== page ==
Interview: Male Tears discuss their new lineup, their look, and new album

Paradísco arrives on July 12.

Male Tears

When synthpop was just blossoming in the late ’70s and early ’80s, many of the most influential acts at the time were more than just music. They embodied a look, a vibe, even a movement. I’m thinking about icons like Steve Strange and Boy George, who were at the heart of the New Romantic period that sprung from London’s Blitz club.

These days, the sort of synthpop sound and aesthetic born of the New Romantic period has largely moved underground, embraced by the goth/darkwave scene. One band above all carrying this torch is California’s Male Tears. They combine their sound with a unique look and vibe that embraces elements of the past, but still feels distinctly their own.

On July 12, Male Tears will release their fourth album, Paradísco. I reached out to frontman James Edward to find out more about their new lineup, their look, and the new album. Here’s what he told me.

Male Tears has become a quartet since your last album, Krypt. How are you feeling about the new lineup, and how has it impacted the band’s dynamic and sound?

With the new members of my band, I’ve found a new circle of friends that gave me the space to be vulnerable and honest with my goals as an artist. This directly influenced the writing of the new record, embracing my roots in an honest way that the lineup helped me achieve in terms of mood, composition, and aesthetics.

The three singles we’ve heard so far are favoring Italo disco and New Romantic sounds, but still feel very Male Tears. Is that what we can expect from the rest of the album?

Oh, yes. The deep cuts represent both the freestyle sound as well as some slower ballads that present me in the most confessional way possible.

When Krypt was released, you had an amazing chat with I Die:You Die about the album’s influences. You cited such a diverse set of artists—Ministry, Gaga, Prince, Kim Petras. What artists influenced you the most making Paradísco?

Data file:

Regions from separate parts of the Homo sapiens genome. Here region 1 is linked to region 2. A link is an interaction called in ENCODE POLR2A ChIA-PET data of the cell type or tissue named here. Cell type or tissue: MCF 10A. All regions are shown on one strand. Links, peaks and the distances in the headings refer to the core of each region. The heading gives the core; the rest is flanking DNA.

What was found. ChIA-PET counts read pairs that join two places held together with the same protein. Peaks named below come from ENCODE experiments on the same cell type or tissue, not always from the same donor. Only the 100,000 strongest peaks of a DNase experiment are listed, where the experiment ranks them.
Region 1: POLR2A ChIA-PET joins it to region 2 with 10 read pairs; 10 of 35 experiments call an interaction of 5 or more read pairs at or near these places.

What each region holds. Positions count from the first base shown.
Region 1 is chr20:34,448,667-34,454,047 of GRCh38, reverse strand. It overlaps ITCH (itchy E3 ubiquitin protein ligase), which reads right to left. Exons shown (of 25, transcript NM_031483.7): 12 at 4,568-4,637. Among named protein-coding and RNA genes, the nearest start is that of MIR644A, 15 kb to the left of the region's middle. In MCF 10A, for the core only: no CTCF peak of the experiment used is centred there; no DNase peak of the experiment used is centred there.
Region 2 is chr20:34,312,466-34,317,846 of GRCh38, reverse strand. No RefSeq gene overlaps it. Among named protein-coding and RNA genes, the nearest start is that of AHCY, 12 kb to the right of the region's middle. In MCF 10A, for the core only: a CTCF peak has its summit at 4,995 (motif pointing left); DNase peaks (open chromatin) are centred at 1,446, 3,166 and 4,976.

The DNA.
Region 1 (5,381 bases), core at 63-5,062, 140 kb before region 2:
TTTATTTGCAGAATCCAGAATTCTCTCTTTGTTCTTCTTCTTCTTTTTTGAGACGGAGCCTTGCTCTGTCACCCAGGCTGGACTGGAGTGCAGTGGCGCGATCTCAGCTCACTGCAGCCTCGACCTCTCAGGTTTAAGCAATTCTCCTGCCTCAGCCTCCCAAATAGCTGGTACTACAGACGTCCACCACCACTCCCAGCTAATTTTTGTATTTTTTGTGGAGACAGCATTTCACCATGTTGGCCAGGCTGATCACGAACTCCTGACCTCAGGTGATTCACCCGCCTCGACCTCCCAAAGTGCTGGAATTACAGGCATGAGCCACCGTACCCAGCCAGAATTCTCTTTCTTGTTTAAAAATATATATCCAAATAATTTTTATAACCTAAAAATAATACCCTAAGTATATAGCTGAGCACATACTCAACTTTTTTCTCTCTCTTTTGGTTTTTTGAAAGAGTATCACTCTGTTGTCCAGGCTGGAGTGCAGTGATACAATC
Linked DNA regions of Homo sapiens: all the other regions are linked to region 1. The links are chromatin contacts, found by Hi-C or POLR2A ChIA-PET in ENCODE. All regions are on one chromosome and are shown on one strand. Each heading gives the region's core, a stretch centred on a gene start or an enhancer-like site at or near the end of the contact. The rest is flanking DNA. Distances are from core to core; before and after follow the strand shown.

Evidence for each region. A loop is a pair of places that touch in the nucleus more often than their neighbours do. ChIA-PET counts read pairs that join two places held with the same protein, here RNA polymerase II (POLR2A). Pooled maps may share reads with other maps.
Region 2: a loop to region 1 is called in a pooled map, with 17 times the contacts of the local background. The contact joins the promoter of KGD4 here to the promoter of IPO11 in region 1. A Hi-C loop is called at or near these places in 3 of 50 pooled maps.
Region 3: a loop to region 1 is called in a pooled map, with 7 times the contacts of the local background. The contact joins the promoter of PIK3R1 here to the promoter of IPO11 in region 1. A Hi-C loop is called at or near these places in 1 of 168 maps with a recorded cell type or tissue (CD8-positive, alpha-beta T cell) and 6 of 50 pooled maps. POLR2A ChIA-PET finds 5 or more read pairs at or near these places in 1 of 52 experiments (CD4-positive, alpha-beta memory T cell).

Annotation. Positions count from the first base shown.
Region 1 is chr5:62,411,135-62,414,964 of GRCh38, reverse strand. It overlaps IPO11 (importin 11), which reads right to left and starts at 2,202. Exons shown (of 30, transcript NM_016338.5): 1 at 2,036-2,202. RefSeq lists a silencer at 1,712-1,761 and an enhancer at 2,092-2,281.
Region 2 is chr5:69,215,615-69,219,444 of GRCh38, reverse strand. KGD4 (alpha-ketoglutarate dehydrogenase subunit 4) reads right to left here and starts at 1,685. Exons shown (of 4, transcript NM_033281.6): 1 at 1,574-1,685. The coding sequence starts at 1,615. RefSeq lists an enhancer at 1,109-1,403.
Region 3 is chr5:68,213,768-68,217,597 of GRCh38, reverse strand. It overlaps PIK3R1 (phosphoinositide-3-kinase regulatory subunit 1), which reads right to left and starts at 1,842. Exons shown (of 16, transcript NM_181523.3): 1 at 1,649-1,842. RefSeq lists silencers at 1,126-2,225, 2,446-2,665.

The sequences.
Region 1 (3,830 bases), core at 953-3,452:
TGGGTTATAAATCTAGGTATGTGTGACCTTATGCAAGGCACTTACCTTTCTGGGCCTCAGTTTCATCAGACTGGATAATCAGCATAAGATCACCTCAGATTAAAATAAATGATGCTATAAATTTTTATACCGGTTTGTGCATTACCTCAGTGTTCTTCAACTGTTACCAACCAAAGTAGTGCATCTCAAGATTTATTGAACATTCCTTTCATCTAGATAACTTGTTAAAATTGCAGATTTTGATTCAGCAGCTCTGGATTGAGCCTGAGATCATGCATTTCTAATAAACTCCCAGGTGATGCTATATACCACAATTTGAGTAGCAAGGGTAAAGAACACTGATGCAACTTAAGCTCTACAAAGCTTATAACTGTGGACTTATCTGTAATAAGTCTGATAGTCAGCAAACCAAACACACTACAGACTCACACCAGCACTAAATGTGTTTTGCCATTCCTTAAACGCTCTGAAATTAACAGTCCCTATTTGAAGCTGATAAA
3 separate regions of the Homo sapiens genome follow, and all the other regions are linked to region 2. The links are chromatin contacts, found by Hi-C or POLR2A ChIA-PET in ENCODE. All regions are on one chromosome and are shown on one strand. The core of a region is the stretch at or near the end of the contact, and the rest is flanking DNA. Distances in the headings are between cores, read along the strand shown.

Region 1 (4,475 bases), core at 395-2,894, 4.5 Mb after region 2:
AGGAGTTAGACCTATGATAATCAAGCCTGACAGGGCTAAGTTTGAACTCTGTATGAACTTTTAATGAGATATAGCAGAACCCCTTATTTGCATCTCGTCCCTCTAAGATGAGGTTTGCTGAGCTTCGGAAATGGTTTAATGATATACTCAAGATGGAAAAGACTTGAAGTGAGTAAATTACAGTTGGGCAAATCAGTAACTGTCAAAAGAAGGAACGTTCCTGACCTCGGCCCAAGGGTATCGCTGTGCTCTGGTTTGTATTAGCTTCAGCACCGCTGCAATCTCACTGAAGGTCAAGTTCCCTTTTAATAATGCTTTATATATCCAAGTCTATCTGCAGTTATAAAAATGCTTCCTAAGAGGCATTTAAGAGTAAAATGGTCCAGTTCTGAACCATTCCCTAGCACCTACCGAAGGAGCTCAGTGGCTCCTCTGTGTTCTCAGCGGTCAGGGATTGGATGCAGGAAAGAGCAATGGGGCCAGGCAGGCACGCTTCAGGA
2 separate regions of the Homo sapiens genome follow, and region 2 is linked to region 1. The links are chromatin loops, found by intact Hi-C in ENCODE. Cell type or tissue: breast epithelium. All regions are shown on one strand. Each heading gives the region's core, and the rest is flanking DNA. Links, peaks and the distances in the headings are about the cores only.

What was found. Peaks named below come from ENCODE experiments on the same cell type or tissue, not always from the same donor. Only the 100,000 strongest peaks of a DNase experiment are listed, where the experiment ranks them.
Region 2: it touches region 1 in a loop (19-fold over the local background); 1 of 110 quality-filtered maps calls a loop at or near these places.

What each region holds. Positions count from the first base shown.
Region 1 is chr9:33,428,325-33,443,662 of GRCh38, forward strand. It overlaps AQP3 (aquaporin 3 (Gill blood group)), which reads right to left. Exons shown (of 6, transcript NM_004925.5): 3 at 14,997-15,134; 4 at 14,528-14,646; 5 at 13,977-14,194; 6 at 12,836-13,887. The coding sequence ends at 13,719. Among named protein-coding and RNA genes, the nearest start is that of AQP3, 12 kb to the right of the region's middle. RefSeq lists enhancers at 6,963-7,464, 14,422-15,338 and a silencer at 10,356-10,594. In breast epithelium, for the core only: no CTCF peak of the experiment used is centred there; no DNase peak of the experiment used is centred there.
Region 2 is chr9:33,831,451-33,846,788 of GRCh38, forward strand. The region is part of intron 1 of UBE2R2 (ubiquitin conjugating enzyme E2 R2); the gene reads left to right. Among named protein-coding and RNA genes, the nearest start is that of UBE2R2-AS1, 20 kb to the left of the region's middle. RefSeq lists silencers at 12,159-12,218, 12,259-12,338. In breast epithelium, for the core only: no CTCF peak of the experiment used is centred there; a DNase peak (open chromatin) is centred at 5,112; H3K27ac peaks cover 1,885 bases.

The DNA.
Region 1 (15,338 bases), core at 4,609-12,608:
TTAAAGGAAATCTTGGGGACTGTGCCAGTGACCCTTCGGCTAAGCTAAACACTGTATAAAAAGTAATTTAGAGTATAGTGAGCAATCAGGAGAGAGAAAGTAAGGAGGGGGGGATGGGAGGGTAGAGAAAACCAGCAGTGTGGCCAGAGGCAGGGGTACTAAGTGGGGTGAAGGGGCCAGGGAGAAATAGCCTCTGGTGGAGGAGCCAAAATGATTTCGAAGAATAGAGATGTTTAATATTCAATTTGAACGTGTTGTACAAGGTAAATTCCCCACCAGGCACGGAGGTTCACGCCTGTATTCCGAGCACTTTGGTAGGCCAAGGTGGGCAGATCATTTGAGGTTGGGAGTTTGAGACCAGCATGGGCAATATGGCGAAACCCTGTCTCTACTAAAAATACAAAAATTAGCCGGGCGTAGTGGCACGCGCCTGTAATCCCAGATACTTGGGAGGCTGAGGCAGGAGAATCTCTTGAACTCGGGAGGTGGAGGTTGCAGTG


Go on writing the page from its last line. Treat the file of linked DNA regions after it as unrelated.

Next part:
Truth be told, I wasn’t listening to much music that debuted after 1989. Some bands that I and the rest of Male Tears were really into during the recording of the record include Talk Talk, Naked Eyes, Dead or Alive, Human League, OMD, Propaganda, and Yazoo.

Is there a particular message or feeling you hope listeners take away from Paradísco?

The record as a whole and every song is directly addressing the failure to compromise with others; the unwillingness from others to see another’s point of view.

Your visual aesthetic is a big part of Male Tears. How did this look come about?

I just feel like most bands aren’t illustrating a world or a theme. I want immersion from others so I want to create a specific “world” that represents the sound of the music. Just like how I felt discovering The Cure or Choir Boy for the first time. These kinds of bands created a whole “vibe,” not just music.

You’re about to head out on tour, and later this year you’ll play Absolution Fest, where I finally get to see Male Tears perform. What can we expect from your live shows?

Since the start of this new era of Male Tears, the personality of the band and its dynamic has shifted, especially during our performances. I used to be a lot more wild and unhinged, but the band has helped me shift into a more mannered and focused front man. My singing has gotten a lot better since then!

A few beloved artists in the goth/darkwave scene have recently shared homophobic, transphobic, or other shitty opinions. As a queer artist who is pretty vocal on social media, how do you feel about these sorts of comments?

Those people are posers and participating in the scene disingenuously. They’re kidding themselves if they think they have a place in this arena.

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